We are standing huddled in the doorway of the Southbank Centre, right beside a sizeable bronze statue of the famous South African revolutionary’s head. The fourth member of our poetic little group hasn’t managed to find us yet.
Overhead, the springtime skies are inappropriately ominous: grey, clouded and close. I tug my thin jacket closer to my chest as my companion adds, “Communication can be pretty useful…”
This is the first time I’ve met Inua Ellams. He’s a playwright, poet, screenwriter, and spoken word artist – and for the purposes of today, he’s also something of a tour guide.
With his poet’s eyes, Inua is about to guide us around the way he sees London.
Many great writers draw their inspiration from England’s capital. It’s a place at odds with itself: narrow rows of beautifully grand buildings overshadowed by the gritty tightness of modern architecture; a broad stretch of ancient water penned in on all sides by selfie sticks and hot dog stands.
Structure is crucial here. Every minute in London is an exercise in orchestrated movements. You don’t just cross these streets – you have to learn to dance and weave past people.
As my life has been less focused on physical travel recently, it’s led me to look for movement in other ways, and I’ve been thinking a lot about language.
Many of the books I’ve read recently – like Robert Macfarlane’s ‘The Old Ways’ – are so carefully written that my breath catches in my throat. The precision in Macfarlane’s details, the lyricism in his descriptions, and the clear awareness of using particular words to evoke his desired atmosphere is simply stunning.
Authors can create movement purely through the way they curate language, and I’m becoming increasingly aware that I want to achieve the same.
It’s also reminded me how much I used to value poetry. All through my teenage years and right up until the end of my undergraduate degree, I wrote in verse more than prose – and I’m not entirely sure why that stopped.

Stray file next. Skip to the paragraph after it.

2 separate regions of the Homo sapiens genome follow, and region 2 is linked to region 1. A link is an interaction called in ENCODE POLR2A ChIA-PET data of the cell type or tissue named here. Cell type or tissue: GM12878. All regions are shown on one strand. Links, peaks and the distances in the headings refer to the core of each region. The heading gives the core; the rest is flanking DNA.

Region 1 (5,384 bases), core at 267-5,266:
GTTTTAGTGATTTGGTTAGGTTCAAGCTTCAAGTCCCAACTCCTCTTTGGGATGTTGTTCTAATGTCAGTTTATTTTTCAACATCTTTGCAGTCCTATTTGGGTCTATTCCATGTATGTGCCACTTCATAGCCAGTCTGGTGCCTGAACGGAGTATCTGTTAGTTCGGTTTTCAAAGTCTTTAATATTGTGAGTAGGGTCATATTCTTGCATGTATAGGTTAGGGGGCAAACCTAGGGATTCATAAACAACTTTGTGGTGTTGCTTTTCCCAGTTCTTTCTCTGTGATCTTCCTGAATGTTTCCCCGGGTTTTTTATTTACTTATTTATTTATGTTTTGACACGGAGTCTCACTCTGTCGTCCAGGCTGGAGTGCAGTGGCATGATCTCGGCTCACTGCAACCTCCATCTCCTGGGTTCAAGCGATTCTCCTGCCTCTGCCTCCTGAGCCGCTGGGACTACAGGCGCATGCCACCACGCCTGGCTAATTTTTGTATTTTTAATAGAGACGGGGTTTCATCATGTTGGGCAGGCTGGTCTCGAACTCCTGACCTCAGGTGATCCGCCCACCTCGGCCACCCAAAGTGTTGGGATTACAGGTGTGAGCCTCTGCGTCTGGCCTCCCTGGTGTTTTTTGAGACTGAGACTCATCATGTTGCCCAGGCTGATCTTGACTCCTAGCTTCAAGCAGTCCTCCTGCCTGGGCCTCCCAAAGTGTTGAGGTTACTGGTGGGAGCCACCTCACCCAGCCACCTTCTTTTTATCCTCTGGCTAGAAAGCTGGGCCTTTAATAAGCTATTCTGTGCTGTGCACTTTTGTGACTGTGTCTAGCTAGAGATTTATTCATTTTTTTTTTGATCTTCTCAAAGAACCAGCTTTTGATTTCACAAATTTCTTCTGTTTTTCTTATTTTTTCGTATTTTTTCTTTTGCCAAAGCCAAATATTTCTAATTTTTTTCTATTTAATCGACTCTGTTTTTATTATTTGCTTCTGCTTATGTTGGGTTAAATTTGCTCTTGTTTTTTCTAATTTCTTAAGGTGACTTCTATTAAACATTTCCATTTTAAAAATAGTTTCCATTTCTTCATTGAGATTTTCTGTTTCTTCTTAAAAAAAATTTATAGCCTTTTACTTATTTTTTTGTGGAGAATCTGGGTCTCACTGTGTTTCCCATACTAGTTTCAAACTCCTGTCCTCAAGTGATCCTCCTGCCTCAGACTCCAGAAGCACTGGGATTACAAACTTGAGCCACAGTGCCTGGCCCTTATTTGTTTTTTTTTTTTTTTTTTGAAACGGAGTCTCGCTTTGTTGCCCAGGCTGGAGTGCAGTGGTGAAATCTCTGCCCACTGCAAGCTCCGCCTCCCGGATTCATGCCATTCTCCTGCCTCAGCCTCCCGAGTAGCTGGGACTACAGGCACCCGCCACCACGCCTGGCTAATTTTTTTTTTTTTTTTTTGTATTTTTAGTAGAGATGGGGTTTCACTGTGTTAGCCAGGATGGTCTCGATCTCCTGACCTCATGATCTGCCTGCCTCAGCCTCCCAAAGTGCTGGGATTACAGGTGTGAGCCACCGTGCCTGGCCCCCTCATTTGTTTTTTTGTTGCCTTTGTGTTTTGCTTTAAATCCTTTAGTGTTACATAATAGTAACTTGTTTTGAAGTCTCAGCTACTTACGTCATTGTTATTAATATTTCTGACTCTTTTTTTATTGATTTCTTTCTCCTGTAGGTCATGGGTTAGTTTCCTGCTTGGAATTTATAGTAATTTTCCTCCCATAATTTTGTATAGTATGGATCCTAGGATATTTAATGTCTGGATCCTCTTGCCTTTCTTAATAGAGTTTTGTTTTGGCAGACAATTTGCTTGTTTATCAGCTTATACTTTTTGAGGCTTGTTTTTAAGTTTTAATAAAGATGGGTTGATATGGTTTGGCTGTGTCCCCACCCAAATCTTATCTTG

The thing I miss most about writing poems was the ease of playing with words. Unlike in long-form writing, where I’m more focused on narrative structure and an article’s overall point, poetry was usually a puzzle: a game of juggling all the ways a phrase could feel when placed against its counterparts. I still remember the joy of walking in the dry-leaf piles of a Norwich winter when the final line of a poem I’d been working at for ages simply slipped into my mind, so subtly and perfectly that I cheered quietly to myself.
That level of fun, freedom and tangibility with words is something I’d love to re-embrace again. So what better way to start than by exploring my home city with a wordsmith I’ve admired for years?Capturing London in verse
Inua Ellams has an unabashed love for London. In a hidden corner of the Southbank Centre, he asks me and two other writers to explain our poetic backgrounds before launching into his favoured topics: identity, deconstruction, the ever-changing urban landscape and how it ties into his place within a city.
Our challenge for the day is to ‘capture London in verse’ (an experience orchestrated through a creative tour company called SideStory), achieved by using the environment around us. Our destinations change throughout the morning: Southbank to the National Portrait Gallery, Foyles Bookshop to the Poetry Cafe, and finally to an unobtrusive city pub.
Each place has resonance for Inua, and in just three hours it feels like he’s guiding us around his literary map of London.
As we move from building to building, down stairs, through tunnels and across the Thames, Inua simultaneously sets us a series of time-sensitive writing tasks. He requests observations of sensory experience – three moments each involving sight, smell, sound, taste, and texture – and suddenly my senses are on high alert.
The sloping backstreet we walk along is suddenly deafened by an onslaught of detail, from scents emanating through open cafe doors to the constant criss-cross of bodies passing us, each person cloaked in creative information.